Monday, 12 April 2010

English-speaking pupils now the minority in 1,500 British schools

Children who speak English as their first language are a minority in more than 1,500 schools, official figures have revealed.
They show there has been a sharp rise in the number of schools in England where more than half of pupils have a foreign language as their mother tongue.

The statistics released by the Department for Children, Schools and Families show that in 1997, the year Labour came to power, half the pupils in 866 schools spoke English as a second language.

By last year, this figure had jumped to1,545 - a rise of 78 per cent. It means that more than half the pupils in 1,284 primary schools, 210 secondary schools and 51 special schools across England now come from a non-English speaking background.

Around one in seven - almost 500,000 - primary pupils and just over one in ten, or 364,000, secondary students do not speak English as their first language.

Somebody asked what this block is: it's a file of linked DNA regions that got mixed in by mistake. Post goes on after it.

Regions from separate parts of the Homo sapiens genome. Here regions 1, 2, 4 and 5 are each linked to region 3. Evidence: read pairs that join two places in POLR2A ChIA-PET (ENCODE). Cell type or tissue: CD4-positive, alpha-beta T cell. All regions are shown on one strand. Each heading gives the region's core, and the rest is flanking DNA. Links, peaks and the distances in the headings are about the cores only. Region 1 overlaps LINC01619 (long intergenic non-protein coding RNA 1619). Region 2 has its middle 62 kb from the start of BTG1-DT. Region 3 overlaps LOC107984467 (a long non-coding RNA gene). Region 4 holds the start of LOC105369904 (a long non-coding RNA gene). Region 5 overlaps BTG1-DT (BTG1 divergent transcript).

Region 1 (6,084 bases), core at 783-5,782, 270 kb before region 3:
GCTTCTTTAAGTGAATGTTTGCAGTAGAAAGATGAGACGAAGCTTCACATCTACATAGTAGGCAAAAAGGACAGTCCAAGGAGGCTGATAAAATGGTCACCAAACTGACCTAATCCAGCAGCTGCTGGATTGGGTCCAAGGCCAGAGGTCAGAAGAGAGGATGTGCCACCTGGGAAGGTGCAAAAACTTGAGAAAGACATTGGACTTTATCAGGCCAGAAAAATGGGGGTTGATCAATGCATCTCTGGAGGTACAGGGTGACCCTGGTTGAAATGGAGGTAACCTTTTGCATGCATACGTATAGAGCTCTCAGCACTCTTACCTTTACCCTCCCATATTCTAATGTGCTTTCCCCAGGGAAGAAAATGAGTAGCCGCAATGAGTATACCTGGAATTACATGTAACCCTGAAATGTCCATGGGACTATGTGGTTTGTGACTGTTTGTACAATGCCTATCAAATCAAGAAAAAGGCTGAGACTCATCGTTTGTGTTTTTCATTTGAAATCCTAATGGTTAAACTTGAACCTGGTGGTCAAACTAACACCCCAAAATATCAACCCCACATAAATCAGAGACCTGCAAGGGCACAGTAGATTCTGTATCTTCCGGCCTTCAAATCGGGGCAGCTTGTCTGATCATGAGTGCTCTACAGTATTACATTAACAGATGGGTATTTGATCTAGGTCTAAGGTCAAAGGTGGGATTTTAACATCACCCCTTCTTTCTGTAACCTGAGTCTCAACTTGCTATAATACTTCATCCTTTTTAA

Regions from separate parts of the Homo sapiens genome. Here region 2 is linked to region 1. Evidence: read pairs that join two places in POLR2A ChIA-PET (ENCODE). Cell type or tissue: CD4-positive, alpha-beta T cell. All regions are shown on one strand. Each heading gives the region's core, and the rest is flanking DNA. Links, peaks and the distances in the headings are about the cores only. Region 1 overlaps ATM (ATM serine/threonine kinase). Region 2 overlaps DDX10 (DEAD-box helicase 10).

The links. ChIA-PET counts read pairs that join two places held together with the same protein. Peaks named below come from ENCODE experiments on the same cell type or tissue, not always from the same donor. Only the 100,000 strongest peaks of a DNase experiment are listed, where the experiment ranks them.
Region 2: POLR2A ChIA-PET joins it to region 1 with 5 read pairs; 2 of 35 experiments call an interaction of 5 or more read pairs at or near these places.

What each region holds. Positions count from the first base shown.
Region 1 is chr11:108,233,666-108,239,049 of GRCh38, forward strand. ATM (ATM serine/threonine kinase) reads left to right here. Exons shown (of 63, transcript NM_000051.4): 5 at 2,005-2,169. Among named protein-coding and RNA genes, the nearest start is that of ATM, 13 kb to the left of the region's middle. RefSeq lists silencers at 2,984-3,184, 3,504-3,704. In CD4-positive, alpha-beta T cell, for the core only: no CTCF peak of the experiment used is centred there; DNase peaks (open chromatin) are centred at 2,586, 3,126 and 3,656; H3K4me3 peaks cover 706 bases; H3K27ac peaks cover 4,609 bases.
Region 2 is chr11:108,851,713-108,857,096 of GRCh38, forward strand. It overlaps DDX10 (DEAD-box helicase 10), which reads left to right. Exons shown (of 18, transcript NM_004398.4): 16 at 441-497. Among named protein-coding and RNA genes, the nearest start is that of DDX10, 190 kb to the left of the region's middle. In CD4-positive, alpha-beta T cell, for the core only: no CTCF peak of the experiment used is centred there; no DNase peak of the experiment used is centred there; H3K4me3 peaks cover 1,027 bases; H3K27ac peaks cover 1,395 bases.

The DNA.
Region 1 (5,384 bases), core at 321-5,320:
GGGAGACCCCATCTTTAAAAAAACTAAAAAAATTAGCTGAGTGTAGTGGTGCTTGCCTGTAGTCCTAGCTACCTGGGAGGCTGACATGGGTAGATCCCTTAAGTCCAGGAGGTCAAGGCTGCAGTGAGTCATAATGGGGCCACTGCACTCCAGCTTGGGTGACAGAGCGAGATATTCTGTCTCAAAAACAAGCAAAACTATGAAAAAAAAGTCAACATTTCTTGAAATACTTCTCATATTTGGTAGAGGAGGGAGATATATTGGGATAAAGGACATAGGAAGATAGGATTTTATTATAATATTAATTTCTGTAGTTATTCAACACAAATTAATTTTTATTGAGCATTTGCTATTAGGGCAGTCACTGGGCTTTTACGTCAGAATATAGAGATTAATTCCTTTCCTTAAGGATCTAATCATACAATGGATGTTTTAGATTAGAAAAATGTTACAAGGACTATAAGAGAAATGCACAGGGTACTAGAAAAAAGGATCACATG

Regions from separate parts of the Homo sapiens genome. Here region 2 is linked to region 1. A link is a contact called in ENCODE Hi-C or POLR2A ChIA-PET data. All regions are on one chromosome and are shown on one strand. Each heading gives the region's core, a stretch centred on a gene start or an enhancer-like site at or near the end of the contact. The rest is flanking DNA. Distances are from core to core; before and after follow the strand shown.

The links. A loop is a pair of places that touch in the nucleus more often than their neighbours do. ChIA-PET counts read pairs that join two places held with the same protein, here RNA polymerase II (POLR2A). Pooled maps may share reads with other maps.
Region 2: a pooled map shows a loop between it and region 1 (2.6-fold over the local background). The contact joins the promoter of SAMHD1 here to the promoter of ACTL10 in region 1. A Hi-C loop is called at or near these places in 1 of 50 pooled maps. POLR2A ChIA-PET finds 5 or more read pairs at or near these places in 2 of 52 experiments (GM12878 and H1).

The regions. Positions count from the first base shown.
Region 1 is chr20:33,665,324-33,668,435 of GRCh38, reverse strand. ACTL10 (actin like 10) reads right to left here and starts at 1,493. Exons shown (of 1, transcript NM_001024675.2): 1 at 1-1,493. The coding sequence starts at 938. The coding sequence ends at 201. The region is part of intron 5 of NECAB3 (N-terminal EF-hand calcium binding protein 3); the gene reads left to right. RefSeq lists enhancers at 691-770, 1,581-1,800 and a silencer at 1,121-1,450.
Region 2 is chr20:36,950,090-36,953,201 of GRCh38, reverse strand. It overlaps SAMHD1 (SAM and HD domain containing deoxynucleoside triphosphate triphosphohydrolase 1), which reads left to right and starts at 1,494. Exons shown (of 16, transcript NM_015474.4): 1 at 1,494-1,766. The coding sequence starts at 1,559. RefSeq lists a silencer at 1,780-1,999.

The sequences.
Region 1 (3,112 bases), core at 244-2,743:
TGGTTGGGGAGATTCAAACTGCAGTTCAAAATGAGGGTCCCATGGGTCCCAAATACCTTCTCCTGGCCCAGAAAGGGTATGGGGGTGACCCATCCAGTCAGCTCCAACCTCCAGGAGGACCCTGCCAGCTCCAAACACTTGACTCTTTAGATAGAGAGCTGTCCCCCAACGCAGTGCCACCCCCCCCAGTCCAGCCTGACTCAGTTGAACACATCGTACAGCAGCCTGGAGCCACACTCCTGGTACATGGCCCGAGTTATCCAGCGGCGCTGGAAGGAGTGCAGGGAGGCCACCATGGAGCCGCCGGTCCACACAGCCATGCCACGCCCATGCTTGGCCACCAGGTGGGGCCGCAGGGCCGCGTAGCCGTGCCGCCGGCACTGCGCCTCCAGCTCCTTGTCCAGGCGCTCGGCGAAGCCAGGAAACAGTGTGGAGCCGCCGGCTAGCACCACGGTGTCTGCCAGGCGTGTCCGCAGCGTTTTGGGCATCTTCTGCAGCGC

Critics said last night that the figures were another sign of the impact of Labour's open door on immigration and that they risked hampering integration.

They also claimed that the data has serious implications for already-stretched school resources.

The statistics also reveal that the impact of immigration has not been spread evenly across the country. London - often the first point of call for immigrants - has been the hardest hit.

Birmingham has 116 schools where more than 50 per cent of pupils have English as a second language, while in Bradford the figure is 60, in Leicester 34, Manchester 33, Lancashire 30, and Kirklees 30.

Daily Mail

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